Reply Score: 2

gsyoungblood
Member since:
2007-01-09

I can't believe the sad state of laptop displays out on the market.

If the laptop is less than $600 you can bet the display will be along the lines of 1368x768 - if that! That includes 15.4 and even some larger ones. It's pathetic!

Over 3 years ago I got a Lenovo T61p with a 1920x1200 display (or was it 1920x1250? I don't remember for sure) in a 15.4 inch screen. It's a great laptop. I still have it and use it for some special projects.

Recently I had the opportunity to upgrade laptops and I wanted another 1920x1200 display in a 15" form factor. After looking the _only_ 1920x1200 laptop I found was the 17" MacBook Pro.

I was looking at primarily Lenovo and Dell, at their business grade machines; I've had good success with them, especially longevity. Others, including HP/Compaq tend to put even more bloatware/crap than Dell or Lenovo, and/or the machines didn't last as long. I wanted something that had a good likelihood of lasting more than 3 years. For example, somewhere I still have a Dell D505 laptop that works (other than intermitent color issues). I don't even know how old that machine is. ;)

In the end, after looking at all the options, I ended up going with a 15" MacBook Pro with the 1680x1050 anti-glare screen. It was just about the best screen I could get on a laptop. The 17" would have just been too big for portability.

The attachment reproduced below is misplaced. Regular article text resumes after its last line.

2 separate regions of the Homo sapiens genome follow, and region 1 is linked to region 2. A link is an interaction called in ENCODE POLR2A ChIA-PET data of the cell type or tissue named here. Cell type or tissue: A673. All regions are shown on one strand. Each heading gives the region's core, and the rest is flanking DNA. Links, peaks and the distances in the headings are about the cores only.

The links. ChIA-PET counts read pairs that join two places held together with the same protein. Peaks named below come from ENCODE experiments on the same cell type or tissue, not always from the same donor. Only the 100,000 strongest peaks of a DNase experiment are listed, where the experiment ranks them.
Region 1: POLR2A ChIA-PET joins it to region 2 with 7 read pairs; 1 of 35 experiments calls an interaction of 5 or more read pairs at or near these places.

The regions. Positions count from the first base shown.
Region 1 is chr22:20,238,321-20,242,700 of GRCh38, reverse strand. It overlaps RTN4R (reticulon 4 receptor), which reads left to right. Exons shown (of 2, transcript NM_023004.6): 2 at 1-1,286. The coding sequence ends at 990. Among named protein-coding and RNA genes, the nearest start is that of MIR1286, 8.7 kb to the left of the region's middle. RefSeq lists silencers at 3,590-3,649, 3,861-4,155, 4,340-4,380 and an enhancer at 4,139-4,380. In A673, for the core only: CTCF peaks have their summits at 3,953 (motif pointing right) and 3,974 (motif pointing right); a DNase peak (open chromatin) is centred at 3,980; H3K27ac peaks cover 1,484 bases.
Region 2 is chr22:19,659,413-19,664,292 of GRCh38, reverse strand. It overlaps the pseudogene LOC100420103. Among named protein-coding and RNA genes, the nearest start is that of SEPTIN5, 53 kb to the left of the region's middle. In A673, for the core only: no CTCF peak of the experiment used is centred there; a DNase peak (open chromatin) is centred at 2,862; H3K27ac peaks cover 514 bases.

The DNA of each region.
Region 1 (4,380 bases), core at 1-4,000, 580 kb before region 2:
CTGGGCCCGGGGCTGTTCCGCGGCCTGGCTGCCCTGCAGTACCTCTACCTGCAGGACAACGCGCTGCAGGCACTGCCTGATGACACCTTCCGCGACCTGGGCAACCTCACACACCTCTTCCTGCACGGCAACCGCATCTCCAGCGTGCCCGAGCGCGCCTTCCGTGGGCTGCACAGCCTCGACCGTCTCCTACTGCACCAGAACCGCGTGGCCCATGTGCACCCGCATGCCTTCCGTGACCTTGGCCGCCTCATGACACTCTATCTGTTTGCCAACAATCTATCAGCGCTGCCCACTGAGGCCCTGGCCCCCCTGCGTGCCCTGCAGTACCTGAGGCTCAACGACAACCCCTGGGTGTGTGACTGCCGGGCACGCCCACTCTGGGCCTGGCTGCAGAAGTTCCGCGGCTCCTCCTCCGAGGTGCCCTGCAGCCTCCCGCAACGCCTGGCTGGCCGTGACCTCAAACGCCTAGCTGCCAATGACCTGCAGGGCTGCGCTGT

Sure I found some 1920x1050 displays in several 15" laptops, at premium prices, but nothing that was as comparable to the overall hardware package in the MacBook Pro. To be fair, the Lenovo options were pretty compelling, but after I specced out a system the way I wanted, it was more than I paid for the MacBook Pro. [I waited for Apple to release the newer CPU speed-bumps and lower the prices on the refurbished laptops; I saved about $600. If it weren't for that, the Lenovo would have been cheaper.]

I find it really sad that my 3 year old Thinkpad seems to have been the zenith in laptop screen displays. And I find it even worse that in the interest of getting "wide screen" monitors on laptops the screen resolution has gone down hill so bad. It used to be fairly easy to get 1280x1024 screens - now it's 1024x600, 1280x768, etc. The vertical resolution has dropped, and the horizontal has just barely been bumped. Unless you spend serious money.

It will be interesting to see what Apple does here. I hope that they release some new higher density laptops. Especially in the 13" form factor. I almost went with a MacBook Air 13" just for the higher resolution screen. In the end I wanted the power and performance I could only get in the MBP line.

Edited 2011-12-17 08:00 UTC

Reply Score: 4

bhtooefr Member since:
2009-02-19

Your 3 year old ThinkPad wasn't the zenith.

The zenith consisted of 6-10 year old NEC laptops (I forget the models, but most were Japanese market only) and a very rare medical configuration of a 7 year old ThinkPad (based on the R50p).

I've actually got that panel, a 2048x1536 15.0" IPS panel, swapped into a T60p chassis, along with a T61p motherboard (because Lenovo never made a 15.0" 4:3 T61p, but the 14.1" 4:3 T61p motherboard fits in any T60p chassis after filing some metal away, although without the dialup modem card).

Reply Score: 4

one_of_many Member since:
2009-01-01

I agree with gsyb. You can't really bring into the conversation models for specialized medical use, ones only available offshore, or noshed together. No, the true apogee was in 08 - 09, with the Dell Precision, the Thinkpad, or my Clevo M860TU. They all had WUXGA displays at a gorgeous 146 DPI, and 16:10 ratio, with matte surface. And, of course, decent video subsystems.